The 24 Solar Terms

Written by Sally Guo Updated Aug. 2, 2022

The 24 Solar Terms were developed by farmers in ancient China through observation of the sun's annual motion.

These terms are used to mark the seasons, weather, and natural variations. The year is divided into twenty-four equal periods. This thus provides a time frame for farmers to plan crop production and farming as well as daily life and festivals.

During the Shang Dynasty (商朝 1650 BC), a year consisted of four Solar Terms. The Zhou Dynasty (周朝1046-256 BCE) used eight.

During the Western Han Dynasty (汉朝 206BC–220AD), 24 Solar Terms were identified and integrated into the Gregorian Calendar. And it continues to be used today.

Solar Terms are divided according to the sun's annual motion in the ecliptic plane (the Earth's orbit around the Sun). It is part of the traditional Chinese calendar zodiac.

The calendar takes into account the longest and shortest days of the year, as well as the two days of the year when the length of the day is the same as the night.

The days that reflect the changes of the season are Spring Equinox, Summer Solstice, Autumn Equinox, and Winter Solstice.

24 Solar Terms reflect the seasonal characteristics of natural phenomena and agricultural production each year.

This illustrates the wisdom of the Chinese in dividing the seasons. They influence commerce and the livelihoods of the people. These livelihoods contribute to basic human necessities (housing, food, clothing, transport) and play an important role in daily life.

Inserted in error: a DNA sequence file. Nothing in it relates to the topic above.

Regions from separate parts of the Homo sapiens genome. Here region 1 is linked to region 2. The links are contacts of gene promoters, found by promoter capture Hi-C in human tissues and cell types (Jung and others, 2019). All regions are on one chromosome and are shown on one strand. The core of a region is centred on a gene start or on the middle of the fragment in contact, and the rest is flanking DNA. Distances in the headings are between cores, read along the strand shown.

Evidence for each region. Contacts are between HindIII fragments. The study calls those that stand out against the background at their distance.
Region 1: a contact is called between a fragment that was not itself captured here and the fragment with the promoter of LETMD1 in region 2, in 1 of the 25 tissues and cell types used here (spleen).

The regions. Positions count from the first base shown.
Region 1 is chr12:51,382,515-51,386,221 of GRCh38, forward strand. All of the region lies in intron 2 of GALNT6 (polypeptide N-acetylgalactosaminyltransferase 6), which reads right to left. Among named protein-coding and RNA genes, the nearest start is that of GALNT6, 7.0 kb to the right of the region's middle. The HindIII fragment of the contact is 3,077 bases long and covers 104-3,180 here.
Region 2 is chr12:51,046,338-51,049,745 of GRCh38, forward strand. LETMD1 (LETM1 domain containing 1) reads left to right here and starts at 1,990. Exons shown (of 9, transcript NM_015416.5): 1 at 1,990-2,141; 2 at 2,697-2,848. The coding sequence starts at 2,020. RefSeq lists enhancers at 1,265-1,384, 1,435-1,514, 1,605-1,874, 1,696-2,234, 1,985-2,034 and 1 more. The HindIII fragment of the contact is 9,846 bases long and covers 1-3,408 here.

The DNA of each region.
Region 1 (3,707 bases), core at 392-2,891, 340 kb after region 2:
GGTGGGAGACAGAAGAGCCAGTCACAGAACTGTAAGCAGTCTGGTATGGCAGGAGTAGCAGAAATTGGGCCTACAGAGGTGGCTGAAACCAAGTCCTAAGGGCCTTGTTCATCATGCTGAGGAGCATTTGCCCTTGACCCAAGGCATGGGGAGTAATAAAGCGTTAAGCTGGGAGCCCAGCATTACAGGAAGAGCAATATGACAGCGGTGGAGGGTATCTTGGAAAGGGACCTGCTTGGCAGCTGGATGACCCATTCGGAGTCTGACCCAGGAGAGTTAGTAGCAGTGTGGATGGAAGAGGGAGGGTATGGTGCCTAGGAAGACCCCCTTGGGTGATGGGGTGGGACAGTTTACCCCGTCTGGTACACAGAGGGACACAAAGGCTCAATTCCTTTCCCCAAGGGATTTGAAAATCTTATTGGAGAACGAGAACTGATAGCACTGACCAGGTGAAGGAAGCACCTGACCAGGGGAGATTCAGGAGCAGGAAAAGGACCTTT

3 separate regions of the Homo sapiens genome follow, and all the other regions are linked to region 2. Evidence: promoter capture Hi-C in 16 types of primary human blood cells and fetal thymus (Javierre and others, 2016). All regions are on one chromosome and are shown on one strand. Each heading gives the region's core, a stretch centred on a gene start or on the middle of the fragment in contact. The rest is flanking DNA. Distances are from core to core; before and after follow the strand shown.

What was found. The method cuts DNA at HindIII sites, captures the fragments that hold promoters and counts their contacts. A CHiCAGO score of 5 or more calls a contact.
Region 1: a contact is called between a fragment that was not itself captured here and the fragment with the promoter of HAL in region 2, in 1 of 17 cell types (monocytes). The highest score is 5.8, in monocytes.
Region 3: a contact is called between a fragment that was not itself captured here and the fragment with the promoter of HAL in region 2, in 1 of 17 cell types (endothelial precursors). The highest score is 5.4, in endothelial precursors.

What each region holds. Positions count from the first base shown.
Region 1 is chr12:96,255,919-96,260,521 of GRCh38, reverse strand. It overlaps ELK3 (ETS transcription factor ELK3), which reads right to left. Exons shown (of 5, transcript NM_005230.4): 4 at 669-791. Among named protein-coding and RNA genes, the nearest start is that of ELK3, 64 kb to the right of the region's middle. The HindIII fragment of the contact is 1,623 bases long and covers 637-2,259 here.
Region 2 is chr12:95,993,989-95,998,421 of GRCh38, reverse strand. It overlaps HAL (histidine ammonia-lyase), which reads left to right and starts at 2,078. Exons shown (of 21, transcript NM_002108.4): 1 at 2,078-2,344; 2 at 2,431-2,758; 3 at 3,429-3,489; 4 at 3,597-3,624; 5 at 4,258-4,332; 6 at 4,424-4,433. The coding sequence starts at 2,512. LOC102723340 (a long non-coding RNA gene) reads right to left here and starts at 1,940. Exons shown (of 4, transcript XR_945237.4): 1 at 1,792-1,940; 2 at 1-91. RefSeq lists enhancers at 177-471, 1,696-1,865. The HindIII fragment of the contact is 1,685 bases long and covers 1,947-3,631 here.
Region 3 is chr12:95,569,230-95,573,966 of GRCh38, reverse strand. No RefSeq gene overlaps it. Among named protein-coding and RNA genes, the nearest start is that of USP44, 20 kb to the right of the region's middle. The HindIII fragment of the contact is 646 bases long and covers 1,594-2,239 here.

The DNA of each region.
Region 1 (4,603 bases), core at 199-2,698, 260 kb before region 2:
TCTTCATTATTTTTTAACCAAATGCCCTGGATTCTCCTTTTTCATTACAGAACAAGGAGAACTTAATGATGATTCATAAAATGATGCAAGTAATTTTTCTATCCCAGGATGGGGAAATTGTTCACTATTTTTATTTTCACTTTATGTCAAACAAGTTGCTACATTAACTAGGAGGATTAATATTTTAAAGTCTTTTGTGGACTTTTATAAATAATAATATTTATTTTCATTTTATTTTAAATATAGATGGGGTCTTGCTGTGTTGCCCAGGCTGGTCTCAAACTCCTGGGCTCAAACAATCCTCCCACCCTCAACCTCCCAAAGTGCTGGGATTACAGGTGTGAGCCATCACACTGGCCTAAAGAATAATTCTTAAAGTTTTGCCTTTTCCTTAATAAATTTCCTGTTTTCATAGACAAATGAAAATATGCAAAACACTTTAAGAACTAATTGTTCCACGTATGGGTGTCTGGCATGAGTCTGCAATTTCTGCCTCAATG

It is interesting to note, that in 2016, 24 Solar Terms were inscribed on the Representative List of the Intangible Cultural Heritage of Humanity by UNESCO.

Origin and History of the 24 Solar Terms

Eight key solar terms were established according to the moving position of the sun and the moon in the beginning and middle of a month, and the climate and natural phenomena.

White Dew, Cold Dew, and Frost's Descent embody the course and degree of the gradual decrease of temperature.

awakening insects
Awakening Insects

Chart of the 24 Solar Terms

Season Solar Terms Chinese Date in 2021 Remark
Spring Spring Starts 立春 Li Chun Feb 4 Beginning of Spring in the South of China
Rain Water 雨水 Yu Shui Feb 18 Rainfall increases from then on.
Awakening Insects 惊蛰 Jing Zhe Mar 5 Hibernating insects start to awaken with spring thunder.
Spring Equinox 春分Chun Fen Mar 20 The mid-spring, day, and night are equally long.
Pure Brightness 清明 Qing Ming Apr 4 It is warm and bright (when not raining) vegetation turns green.
Grain Rain 谷雨 Gu Yu Apr 20 Rainfall increases greatly and is helpful to grain.
Summer Summer Starts 立夏Li Xia May 5 Beginning of Summer in the South of China
Grain Full 小满Xiao Man May 21 The grain gets plump but is not yet ripe.
Grain in Ear 芒种Mang Zhong Jun 5 Grain grows ripe and summer farming begins.
Summer Solstice 夏至 Xia Zhi Jun 21 Daytime is the Shortest and nighttime is the Longest day of the year.
Slight Heat 小暑 Xiao Shu Jul 7 It is hot.
Great Heat 大暑 Da Shu Jul 22 The start of the Hottest time of the year and when rainfall is the greatest
Autumn Autumn Starts 立秋 Li Qiu Aug 7 Beginning of Autumn
Limit of Heat 处暑 Chu Shu Aug 23 Marks the end of hot summer days.
White Dew 白露 Bai Lu Sep 7 Temperatures begin to drop and it turns quite cool.